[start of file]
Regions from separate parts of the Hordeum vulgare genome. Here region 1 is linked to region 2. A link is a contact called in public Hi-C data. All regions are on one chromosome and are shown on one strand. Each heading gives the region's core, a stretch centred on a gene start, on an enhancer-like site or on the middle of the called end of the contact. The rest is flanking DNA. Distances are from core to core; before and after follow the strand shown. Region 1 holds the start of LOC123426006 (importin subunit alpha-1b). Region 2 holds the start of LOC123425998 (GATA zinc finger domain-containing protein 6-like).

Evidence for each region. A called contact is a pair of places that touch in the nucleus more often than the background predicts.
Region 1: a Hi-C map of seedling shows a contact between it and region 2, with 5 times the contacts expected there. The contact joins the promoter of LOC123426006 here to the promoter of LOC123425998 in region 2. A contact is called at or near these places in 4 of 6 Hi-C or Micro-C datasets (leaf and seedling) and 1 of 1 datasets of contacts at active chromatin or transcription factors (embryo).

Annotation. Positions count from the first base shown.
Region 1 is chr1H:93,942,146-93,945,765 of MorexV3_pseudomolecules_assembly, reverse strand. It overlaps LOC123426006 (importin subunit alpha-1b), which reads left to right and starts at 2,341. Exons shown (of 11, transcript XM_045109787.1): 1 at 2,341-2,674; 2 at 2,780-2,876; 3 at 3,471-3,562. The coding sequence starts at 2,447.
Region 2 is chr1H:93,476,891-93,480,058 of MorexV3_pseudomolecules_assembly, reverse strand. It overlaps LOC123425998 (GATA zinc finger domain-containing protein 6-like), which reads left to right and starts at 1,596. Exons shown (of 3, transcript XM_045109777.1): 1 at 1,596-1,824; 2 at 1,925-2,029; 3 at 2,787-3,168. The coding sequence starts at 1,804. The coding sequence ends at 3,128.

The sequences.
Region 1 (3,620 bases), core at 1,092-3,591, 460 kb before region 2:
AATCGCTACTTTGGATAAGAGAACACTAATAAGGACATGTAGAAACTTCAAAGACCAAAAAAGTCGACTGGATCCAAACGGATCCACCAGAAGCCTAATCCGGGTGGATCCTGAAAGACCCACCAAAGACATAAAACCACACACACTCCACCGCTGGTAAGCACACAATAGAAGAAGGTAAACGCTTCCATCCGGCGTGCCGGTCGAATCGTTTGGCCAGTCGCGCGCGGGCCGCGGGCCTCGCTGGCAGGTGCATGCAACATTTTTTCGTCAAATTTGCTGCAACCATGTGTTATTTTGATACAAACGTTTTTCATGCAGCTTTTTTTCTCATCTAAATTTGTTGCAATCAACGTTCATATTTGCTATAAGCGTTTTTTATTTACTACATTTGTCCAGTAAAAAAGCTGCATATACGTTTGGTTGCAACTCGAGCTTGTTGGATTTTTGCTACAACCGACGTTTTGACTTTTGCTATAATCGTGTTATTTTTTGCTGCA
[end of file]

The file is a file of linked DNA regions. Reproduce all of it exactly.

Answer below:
Regions from separate parts of the Hordeum vulgare genome. Here region 1 is linked to region 2. A link is a contact called in public Hi-C data. All regions are on one chromosome and are shown on one strand. Each heading gives the region's core, a stretch centred on a gene start, on an enhancer-like site or on the middle of the called end of the contact. The rest is flanking DNA. Distances are from core to core; before and after follow the strand shown. Region 1 holds the start of LOC123426006 (importin subunit alpha-1b). Region 2 holds the start of LOC123425998 (GATA zinc finger domain-containing protein 6-like).

Evidence for each region. A called contact is a pair of places that touch in the nucleus more often than the background predicts.
Region 1: a Hi-C map of seedling shows a contact between it and region 2, with 5 times the contacts expected there. The contact joins the promoter of LOC123426006 here to the promoter of LOC123425998 in region 2. A contact is called at or near these places in 4 of 6 Hi-C or Micro-C datasets (leaf and seedling) and 1 of 1 datasets of contacts at active chromatin or transcription factors (embryo).

Annotation. Positions count from the first base shown.
Region 1 is chr1H:93,942,146-93,945,765 of MorexV3_pseudomolecules_assembly, reverse strand. It overlaps LOC123426006 (importin subunit alpha-1b), which reads left to right and starts at 2,341. Exons shown (of 11, transcript XM_045109787.1): 1 at 2,341-2,674; 2 at 2,780-2,876; 3 at 3,471-3,562. The coding sequence starts at 2,447.
Region 2 is chr1H:93,476,891-93,480,058 of MorexV3_pseudomolecules_assembly, reverse strand. It overlaps LOC123425998 (GATA zinc finger domain-containing protein 6-like), which reads left to right and starts at 1,596. Exons shown (of 3, transcript XM_045109777.1): 1 at 1,596-1,824; 2 at 1,925-2,029; 3 at 2,787-3,168. The coding sequence starts at 1,804. The coding sequence ends at 3,128.

The sequences.
Region 1 (3,620 bases), core at 1,092-3,591, 460 kb before region 2:
AATCGCTACTTTGGATAAGAGAACACTAATAAGGACATGTAGAAACTTCAAAGACCAAAAAAGTCGACTGGATCCAAACGGATCCACCAGAAGCCTAATCCGGGTGGATCCTGAAAGACCCACCAAAGACATAAAACCACACACACTCCACCGCTGGTAAGCACACAATAGAAGAAGGTAAACGCTTCCATCCGGCGTGCCGGTCGAATCGTTTGGCCAGTCGCGCGCGGGCCGCGGGCCTCGCTGGCAGGTGCATGCAACATTTTTTCGTCAAATTTGCTGCAACCATGTGTTATTTTGATACAAACGTTTTTCATGCAGCTTTTTTTCTCATCTAAATTTGTTGCAATCAACGTTCATATTTGCTATAAGCGTTTTTTATTTACTACATTTGTCCAGTAAAAAAGCTGCATATACGTTTGGTTGCAACTCGAGCTTGTTGGATTTTTGCTACAACCGACGTTTTGACTTTTGCTATAATCGTGTTATTTTTTGCTGCA